Another lesson from the life and teachings of Mrs. Fannie Lou Hamer is our relatedness and responsibility to and for each other. Explaining why she cannot leave Mississippi for an easier, faraway and forgetful life, she says, “You see it’s important for me to stay here, because I’m not actually living for myself. If I left here, there’d be so many children who’d have no way of knowing that life doesn’t have to be a tragedy because they’re Black”. Here, she wants us to have a more meaningful and expansive sense of ourselves than vulgar and debased forms of individualism allow us. We are to see our interrelatedness as persons and a people, and the mutual obligations which ground and grow from this and know a life well-lived can never be just for oneself.
Mrs. Hamer also wants us to recognize and respect the identity, dignity and ethical imperative attached to being Black, and not to see it as a tragedy, but as we say in Kawaida, as a unique and equally valuable way of being human in the world, worthy of the highest respect. Even before going to Africa and being spiritually uplifted and reaffirmed, she believed in herself and her people. She reports that even as a young girl, her parents taught her to “be proud you’re Black and respect yourself”.
There is also in Mrs. Hamer’s thought the concept of a communal mission for Black people, reminiscent of the writings and lectures of Dr. Mary McLeod Bethune, Min. Malcolm X and Dr. Martin Luther King. It is this sense that our social position and spiritual and ethical grounding impose on us, a vanguard role in the struggle to transform society and in the process, transform ourselves. Thus, she poses the interrelated character of our struggle for liberation with that of others, saying, “I work for the liberation of all people, because when I’m liberating myself, I’m liberating other people”. And this is so because in the racial hierarchy of society, Africans are at the bottom and thus any movement upward, doors opened or barriers torn down by them benefits all. Thus, our task, she tells and teaches us, is “to right the wrong and bring justice where there’s injustice”. But again this requires faith in the right and in ourselves; our firm belief that “there must be a way to change this” established and oppressive order of things; and that we have within ourselves the capacity to change it.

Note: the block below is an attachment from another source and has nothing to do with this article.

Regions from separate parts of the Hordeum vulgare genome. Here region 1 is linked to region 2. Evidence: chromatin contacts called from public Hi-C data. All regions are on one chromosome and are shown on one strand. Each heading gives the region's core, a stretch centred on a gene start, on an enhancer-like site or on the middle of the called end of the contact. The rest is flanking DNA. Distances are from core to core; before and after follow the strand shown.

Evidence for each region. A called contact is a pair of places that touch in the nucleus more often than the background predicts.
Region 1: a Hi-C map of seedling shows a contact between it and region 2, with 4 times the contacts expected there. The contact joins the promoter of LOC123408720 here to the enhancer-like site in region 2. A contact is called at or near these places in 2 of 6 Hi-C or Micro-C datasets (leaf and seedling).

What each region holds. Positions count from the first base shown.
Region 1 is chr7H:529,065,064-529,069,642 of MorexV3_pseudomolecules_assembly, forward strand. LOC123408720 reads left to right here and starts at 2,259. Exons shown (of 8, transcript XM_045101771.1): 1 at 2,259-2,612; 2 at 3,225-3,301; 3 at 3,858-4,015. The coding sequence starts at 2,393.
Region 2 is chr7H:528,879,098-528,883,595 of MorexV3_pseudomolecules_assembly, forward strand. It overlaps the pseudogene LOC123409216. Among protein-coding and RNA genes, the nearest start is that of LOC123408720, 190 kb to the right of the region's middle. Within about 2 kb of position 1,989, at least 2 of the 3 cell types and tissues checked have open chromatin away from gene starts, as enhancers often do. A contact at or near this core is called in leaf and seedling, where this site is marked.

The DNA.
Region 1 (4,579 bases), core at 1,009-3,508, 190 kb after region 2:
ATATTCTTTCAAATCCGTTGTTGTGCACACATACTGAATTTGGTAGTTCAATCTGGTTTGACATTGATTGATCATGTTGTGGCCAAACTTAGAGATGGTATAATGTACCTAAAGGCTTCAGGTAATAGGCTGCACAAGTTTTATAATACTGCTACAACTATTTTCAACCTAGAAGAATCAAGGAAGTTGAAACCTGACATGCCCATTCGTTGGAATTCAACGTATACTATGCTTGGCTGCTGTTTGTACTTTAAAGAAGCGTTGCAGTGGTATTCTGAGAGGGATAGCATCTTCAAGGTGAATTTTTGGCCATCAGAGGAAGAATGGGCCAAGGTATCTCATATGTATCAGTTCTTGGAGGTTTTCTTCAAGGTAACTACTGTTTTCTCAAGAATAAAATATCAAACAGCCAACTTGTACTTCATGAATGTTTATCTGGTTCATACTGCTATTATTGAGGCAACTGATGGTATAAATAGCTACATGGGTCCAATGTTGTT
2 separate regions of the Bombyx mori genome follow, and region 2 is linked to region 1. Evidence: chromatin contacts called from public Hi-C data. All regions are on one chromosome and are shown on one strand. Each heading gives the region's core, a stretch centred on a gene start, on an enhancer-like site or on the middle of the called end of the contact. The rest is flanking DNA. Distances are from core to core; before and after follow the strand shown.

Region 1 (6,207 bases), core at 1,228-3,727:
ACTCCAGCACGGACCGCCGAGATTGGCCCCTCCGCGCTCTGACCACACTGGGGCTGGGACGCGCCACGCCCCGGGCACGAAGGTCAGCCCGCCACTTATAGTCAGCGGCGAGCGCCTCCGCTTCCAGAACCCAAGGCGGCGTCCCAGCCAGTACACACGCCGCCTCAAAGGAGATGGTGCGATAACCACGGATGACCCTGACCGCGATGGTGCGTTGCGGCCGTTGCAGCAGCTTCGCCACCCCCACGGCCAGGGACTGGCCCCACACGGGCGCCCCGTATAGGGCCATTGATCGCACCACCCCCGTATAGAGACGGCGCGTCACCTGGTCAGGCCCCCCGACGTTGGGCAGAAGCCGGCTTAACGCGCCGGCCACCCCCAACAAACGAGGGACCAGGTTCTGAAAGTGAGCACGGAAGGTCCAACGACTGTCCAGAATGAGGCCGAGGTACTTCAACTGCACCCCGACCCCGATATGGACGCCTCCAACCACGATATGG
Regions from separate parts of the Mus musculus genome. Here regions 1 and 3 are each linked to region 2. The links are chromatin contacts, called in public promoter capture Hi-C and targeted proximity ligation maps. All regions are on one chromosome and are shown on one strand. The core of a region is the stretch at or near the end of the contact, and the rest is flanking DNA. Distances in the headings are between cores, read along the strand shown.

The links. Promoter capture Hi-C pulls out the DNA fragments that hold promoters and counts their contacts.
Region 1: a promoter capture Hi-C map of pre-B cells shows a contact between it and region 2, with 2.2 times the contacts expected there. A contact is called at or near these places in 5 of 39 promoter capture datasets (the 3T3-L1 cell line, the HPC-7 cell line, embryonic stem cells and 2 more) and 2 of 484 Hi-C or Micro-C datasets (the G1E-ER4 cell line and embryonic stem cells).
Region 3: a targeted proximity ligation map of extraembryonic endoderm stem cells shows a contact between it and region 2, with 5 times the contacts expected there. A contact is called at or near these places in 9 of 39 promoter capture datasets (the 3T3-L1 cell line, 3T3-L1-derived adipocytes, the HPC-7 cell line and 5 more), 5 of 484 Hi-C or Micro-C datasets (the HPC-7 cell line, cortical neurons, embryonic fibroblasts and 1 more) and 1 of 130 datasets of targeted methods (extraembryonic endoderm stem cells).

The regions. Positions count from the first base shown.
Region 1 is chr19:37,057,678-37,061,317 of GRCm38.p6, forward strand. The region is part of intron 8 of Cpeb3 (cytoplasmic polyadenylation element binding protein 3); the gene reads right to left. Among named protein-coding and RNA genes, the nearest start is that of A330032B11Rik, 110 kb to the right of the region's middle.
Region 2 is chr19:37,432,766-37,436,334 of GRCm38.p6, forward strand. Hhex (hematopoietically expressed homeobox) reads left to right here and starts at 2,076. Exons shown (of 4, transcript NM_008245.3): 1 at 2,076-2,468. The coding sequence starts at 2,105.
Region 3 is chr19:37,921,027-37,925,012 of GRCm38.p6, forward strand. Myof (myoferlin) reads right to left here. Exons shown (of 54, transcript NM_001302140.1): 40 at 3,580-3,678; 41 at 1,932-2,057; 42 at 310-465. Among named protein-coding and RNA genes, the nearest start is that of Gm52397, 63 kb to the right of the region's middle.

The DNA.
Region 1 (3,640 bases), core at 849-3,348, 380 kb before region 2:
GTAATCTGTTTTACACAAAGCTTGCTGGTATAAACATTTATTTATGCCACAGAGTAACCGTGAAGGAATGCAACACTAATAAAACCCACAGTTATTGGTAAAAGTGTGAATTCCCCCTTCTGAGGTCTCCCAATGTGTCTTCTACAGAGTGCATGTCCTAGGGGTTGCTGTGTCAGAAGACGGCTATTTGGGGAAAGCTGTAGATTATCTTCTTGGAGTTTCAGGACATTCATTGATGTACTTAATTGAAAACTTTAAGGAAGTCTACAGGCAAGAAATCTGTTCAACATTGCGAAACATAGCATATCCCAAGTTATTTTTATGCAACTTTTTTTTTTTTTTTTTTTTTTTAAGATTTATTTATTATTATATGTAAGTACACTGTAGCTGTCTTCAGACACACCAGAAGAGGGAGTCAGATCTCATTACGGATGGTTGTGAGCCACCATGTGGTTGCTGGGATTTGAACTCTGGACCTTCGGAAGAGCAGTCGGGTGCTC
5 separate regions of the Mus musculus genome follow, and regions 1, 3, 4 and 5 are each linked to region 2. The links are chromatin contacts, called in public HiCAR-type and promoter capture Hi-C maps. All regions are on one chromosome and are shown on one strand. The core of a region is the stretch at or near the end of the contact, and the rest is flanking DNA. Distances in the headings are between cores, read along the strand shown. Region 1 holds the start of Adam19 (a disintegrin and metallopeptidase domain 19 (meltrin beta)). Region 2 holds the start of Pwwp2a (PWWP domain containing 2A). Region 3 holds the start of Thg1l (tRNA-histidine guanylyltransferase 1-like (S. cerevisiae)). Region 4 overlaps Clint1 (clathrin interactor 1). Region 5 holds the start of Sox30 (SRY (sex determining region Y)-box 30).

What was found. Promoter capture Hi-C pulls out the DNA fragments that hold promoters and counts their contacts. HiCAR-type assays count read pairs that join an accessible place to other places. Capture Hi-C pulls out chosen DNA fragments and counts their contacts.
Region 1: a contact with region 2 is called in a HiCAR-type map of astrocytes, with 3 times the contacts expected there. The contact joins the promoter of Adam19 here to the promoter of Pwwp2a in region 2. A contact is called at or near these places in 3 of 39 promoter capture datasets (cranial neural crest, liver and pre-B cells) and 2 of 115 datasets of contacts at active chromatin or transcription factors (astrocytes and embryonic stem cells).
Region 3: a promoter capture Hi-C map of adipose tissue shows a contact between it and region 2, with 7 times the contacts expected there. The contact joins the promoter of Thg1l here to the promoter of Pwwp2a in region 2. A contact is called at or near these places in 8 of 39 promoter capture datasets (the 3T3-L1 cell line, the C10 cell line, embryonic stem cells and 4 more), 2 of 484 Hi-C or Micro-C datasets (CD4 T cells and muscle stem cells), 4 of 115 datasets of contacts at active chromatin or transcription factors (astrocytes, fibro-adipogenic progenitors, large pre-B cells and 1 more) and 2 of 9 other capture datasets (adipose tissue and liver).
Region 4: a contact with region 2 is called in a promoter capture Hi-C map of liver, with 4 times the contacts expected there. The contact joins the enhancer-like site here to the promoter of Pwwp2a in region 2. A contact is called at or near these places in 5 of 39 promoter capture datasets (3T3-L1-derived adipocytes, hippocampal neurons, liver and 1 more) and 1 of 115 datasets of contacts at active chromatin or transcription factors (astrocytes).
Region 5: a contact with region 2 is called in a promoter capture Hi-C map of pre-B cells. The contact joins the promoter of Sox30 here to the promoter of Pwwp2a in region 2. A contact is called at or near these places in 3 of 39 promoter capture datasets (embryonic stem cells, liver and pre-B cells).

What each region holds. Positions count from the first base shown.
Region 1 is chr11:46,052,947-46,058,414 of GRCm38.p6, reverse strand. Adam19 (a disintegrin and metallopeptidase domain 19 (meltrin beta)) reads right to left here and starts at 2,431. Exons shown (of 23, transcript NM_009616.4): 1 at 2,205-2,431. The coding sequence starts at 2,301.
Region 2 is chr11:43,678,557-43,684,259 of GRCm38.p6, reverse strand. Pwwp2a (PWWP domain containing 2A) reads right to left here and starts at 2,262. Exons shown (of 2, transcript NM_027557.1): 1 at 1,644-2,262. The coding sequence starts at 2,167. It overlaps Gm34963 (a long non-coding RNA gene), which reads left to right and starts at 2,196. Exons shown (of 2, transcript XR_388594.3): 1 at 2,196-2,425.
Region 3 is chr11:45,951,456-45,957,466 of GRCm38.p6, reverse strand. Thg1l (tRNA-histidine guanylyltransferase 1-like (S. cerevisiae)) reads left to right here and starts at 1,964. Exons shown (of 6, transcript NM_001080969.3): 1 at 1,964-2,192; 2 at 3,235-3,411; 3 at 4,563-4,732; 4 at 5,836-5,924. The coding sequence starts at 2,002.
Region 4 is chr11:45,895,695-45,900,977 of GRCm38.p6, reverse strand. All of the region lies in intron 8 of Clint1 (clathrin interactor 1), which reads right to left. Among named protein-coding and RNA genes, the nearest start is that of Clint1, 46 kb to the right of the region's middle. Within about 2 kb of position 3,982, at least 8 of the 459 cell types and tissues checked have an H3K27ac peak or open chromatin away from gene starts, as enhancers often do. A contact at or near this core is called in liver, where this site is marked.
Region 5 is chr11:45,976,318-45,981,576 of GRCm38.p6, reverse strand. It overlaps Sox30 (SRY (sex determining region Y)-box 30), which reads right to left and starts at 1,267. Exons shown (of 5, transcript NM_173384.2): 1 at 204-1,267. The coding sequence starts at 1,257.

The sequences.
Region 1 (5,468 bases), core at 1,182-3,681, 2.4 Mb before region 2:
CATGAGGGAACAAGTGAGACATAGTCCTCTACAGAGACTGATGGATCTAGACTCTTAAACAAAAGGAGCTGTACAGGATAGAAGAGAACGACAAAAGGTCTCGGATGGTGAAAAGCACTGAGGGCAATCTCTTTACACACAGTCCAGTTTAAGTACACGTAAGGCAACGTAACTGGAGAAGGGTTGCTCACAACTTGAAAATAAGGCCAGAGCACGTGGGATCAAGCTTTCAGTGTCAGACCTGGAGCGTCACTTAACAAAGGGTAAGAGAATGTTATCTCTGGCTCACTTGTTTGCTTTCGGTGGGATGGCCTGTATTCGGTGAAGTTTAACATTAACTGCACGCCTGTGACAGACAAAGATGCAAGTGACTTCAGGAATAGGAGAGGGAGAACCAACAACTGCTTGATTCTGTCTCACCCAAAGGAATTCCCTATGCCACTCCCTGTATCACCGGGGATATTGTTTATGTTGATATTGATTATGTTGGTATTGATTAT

A deeply religious person, Mrs. Hamer taught a faith rooted in good works in and for the world. She said, “We serve God by serving our fellow man”, especially the poor, the suffering and oppressed. She knew that the real witness for the faith was, above all, about doing good in the world, and that even the singing of her signature song, “This Little Light of Mine”, must itself be a light lifted up-lifted up to raise the spirit, reinforce the will and strengthen the commitment to righteous struggle. For as she knew and told us in her various and unwavering voices, it is this lifted-up light and righteous struggle that will make clear and open the way to a new world-one defined by peace with justice for all and freedom with a flourishing yet-to-be-imagined and made real.